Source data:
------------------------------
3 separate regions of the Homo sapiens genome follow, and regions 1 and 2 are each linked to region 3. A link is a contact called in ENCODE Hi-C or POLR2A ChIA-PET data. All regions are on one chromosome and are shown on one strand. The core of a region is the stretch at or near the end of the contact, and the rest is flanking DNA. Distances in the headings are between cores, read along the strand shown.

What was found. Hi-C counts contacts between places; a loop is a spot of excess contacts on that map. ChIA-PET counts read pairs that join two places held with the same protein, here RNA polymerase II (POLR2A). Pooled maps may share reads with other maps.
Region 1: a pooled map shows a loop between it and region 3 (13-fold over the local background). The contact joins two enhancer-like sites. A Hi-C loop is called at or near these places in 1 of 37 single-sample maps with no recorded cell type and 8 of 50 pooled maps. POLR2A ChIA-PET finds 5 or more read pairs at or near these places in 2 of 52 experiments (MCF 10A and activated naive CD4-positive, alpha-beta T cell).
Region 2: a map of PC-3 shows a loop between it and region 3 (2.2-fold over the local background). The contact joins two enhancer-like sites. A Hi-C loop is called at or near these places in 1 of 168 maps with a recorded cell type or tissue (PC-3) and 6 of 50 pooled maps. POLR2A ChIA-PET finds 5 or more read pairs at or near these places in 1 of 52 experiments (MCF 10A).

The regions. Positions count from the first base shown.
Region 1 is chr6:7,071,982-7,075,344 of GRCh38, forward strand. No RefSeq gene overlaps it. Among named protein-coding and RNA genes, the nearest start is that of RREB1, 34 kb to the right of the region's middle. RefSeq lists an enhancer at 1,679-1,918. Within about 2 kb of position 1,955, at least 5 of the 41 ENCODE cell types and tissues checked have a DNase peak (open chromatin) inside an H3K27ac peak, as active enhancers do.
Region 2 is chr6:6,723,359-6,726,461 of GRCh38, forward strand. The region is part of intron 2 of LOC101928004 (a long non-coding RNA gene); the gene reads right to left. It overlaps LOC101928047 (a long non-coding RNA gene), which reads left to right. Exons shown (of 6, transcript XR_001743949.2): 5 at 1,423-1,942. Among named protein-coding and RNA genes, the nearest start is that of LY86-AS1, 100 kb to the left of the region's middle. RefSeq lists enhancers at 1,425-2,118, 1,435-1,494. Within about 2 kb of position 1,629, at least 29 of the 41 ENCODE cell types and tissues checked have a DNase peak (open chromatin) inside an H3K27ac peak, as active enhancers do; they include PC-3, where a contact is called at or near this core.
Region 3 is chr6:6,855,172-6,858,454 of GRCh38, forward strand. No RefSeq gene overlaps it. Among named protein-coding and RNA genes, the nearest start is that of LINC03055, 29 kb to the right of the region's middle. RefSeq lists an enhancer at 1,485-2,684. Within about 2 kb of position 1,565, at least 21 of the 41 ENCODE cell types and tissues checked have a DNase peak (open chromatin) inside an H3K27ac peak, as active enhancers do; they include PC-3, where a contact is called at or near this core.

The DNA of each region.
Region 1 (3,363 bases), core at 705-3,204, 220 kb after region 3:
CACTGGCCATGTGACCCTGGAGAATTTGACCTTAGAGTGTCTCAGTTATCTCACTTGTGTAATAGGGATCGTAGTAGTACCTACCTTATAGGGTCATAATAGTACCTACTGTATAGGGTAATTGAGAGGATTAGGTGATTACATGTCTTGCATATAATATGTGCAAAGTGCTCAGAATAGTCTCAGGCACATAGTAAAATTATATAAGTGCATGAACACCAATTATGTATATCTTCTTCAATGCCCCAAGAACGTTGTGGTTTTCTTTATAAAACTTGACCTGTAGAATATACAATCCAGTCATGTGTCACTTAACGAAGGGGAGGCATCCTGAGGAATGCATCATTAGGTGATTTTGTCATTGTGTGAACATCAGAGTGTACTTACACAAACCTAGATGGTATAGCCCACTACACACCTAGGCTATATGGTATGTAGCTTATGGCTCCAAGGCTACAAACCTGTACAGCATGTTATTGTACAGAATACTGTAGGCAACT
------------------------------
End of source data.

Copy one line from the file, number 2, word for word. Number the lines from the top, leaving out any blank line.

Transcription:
What was found. Hi-C counts contacts between places; a loop is a spot of excess contacts on that map. ChIA-PET counts read pairs that join two places held with the same protein, here RNA polymerase II (POLR2A). Pooled maps may share reads with other maps.